Rights Wire

The Human Rights Blog of the Leitner Center for International Law and Justice

Exploring the impact of technology on effective human rights documentation and advocacy

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By Shruti Banerjee

Technological advancements have led to innovative methods of monitoring and documenting human rights violations as well as more efficient and effective human rights advocacy. We are now able to gather more accurate visual and numerical data on human rights abuses, conflict zones and potential threats to populations. Human rights advocates as well as historically marginalized groups can also raise greater awareness about human rights issues with the help of technology. If used effectively, new geospatial technologies and social media are tools that can advance human rights advocacy, ensure accountability and prevent abuses.


New technologies such as camera/video phones, recording devices, internet access and satellite imagery have changed the way human rights violations are reported and documented. Satellite images and other geospatial technologies provide us with pictures of conflict zones to track activities by potential threats. Organizations such as the American Association for the Advancement of Science (AAAS), the Satellite Sentinal Project and Amnesty International utilize these technologies to monitor conflict zones and identify human rights violations. For example, AAAS has used this geospatial technology to track human rights violations in numerous conflict areas, including in Afghanistan, Myanmar, Nigeria and other countries. Human Rights Watch and Amnesty International have used satellite images to track and document human rights abuses in the Central African Republic (burning of villages), Syria (chemical weapons) and North Korean (expansion of prison camps). This technology provides NGOs, governments and advocates with data that would be nearly impossible to compile without posing significant dangers to researchers, and it allows them to gauge human rights threats as they occur.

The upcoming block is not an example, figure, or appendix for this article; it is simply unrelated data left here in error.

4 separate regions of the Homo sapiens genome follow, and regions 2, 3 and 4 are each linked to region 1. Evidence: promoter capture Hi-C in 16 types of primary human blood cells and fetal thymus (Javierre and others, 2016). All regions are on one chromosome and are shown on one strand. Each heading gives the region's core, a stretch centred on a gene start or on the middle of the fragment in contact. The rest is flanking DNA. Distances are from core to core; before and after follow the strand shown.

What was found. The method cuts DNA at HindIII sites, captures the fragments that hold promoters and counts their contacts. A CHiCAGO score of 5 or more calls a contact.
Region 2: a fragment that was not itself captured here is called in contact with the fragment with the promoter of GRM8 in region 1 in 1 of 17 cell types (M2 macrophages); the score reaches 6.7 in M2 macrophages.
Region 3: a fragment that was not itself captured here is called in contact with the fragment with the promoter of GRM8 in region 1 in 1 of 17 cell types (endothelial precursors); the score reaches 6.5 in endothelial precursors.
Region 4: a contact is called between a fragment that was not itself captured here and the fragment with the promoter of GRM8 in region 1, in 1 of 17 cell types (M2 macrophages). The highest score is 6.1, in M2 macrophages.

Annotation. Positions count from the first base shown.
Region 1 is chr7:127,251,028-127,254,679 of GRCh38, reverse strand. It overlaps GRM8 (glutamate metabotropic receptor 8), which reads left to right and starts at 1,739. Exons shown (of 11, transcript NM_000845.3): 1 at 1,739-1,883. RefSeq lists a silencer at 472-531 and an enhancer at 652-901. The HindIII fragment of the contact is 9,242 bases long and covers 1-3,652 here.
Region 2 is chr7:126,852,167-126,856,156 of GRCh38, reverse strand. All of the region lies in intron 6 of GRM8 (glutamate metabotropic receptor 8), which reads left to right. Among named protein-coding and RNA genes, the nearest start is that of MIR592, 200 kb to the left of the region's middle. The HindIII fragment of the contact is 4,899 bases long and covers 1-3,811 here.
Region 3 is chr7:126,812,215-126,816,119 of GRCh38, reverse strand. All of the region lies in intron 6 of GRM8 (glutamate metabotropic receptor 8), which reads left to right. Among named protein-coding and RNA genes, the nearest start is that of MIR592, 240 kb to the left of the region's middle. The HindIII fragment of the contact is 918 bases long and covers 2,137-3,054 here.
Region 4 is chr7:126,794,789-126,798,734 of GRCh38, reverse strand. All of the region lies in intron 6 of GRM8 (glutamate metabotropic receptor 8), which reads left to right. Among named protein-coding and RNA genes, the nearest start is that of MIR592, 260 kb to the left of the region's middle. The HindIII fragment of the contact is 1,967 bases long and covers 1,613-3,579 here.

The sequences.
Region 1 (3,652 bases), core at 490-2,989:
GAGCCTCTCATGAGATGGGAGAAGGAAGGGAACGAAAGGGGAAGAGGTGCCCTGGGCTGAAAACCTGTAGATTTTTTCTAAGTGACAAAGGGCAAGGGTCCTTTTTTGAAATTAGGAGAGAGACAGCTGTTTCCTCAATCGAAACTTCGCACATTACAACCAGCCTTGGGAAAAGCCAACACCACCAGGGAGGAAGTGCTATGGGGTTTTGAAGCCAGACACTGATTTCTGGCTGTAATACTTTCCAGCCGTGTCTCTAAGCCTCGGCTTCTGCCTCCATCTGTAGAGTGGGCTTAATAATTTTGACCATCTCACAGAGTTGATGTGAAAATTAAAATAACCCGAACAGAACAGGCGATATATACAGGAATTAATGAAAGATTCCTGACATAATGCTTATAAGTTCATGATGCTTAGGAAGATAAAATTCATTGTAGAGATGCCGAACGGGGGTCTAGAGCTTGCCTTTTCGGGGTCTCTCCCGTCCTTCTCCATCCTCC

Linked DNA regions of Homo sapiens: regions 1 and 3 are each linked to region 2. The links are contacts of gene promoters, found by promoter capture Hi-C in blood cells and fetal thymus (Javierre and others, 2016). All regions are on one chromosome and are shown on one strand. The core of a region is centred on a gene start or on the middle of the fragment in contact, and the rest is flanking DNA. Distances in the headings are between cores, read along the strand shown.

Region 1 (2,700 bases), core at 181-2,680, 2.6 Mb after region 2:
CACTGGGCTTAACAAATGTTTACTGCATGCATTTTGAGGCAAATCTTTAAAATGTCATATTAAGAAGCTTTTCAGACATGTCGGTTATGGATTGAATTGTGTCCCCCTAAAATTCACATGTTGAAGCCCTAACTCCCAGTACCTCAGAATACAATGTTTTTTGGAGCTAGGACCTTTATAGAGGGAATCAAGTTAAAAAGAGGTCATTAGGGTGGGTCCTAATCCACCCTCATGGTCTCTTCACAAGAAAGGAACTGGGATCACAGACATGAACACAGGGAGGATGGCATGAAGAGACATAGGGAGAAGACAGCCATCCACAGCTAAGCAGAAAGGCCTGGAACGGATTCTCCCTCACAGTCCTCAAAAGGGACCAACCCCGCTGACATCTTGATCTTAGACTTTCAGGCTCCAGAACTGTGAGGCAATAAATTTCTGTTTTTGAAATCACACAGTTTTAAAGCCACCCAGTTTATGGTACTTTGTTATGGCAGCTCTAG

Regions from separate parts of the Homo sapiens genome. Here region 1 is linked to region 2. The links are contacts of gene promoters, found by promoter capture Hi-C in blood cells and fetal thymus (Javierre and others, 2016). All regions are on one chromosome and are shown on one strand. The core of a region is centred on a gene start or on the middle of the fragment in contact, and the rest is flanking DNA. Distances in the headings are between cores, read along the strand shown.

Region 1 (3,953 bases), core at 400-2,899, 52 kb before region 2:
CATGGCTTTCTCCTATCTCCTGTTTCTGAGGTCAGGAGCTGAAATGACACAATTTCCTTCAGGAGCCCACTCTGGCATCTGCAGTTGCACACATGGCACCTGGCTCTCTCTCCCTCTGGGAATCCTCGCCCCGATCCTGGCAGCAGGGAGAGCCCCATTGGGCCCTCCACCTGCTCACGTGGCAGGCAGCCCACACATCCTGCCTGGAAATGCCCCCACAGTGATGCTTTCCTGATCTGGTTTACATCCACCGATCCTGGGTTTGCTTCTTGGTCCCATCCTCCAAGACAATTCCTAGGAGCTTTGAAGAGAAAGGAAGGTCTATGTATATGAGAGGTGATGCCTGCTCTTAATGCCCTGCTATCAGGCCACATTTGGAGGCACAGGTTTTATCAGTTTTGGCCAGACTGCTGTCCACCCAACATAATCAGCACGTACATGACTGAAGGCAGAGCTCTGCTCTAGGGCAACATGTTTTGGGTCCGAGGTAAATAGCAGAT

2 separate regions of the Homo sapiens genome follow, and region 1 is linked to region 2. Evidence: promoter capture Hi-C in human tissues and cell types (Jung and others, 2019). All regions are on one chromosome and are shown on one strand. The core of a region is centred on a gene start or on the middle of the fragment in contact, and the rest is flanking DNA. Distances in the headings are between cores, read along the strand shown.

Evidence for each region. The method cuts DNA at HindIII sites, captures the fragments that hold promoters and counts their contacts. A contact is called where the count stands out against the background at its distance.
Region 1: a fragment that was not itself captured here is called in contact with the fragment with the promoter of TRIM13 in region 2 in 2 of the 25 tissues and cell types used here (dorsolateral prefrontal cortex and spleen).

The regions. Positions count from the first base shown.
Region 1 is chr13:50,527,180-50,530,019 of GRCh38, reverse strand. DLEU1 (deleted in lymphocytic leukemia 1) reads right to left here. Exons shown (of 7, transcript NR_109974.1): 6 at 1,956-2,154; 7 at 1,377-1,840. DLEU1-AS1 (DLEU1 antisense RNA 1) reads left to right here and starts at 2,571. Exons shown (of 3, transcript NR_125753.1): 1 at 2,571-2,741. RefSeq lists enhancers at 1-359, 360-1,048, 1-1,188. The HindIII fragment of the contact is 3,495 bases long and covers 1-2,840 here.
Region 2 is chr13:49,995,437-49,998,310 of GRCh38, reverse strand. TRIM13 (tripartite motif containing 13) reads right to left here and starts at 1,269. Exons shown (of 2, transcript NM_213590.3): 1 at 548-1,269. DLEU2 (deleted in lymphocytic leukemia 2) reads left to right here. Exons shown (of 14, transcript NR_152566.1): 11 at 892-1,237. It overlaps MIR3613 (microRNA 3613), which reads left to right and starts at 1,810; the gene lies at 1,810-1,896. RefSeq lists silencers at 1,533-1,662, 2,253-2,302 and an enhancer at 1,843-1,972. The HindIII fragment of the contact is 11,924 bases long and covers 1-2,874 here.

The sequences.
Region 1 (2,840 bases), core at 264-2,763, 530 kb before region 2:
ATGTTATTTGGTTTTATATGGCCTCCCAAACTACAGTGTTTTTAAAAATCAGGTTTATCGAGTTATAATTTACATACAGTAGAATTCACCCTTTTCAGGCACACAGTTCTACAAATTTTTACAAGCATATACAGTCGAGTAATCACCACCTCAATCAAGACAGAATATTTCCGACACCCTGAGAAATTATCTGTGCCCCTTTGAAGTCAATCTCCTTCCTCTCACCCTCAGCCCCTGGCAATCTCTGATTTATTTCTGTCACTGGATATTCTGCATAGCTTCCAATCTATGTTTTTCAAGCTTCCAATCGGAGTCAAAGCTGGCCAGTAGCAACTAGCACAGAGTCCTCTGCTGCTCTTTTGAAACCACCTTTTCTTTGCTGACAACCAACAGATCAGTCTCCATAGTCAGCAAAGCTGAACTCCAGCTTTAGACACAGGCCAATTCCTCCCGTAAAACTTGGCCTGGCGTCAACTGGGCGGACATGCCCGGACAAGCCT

New technologies can also be used to push for legal accountability, though different types of technology must meet various standards before being admitted as evidence in international or domestic courts. In general, the requirements for evidence to be admitted are more defined for U.S. national courts than for international courts and tribunals. But all courts consider the authenticity, protection of privacy, chain of possession and reliability of the electronic evidence, according to a report by the Center for Research Libraries on human rights electronic evidence. Procedural rules at international courts and tribunals offer little guidance on what factors must be presented to authenticate new forms of electronic evidence. A report by University of Texas Austin Law School found that international courts generally apply standard evidentiary rules to electronic evidence and analyze their probative value and admissibility on a case by case basis. In the U.S., the rules for determining the admissibility of electronic evidence in courts is codified in the Federal Rules of Civil Procedure and Federal Rules of Evidence. As outlined in these rules, the major factors considered when admitting electronic evidence include: relevance, authenticity, hearsay, whether the original or only copies exist, and whether the probative value of the evidence outweighs any prejudicial effects admitting it may have.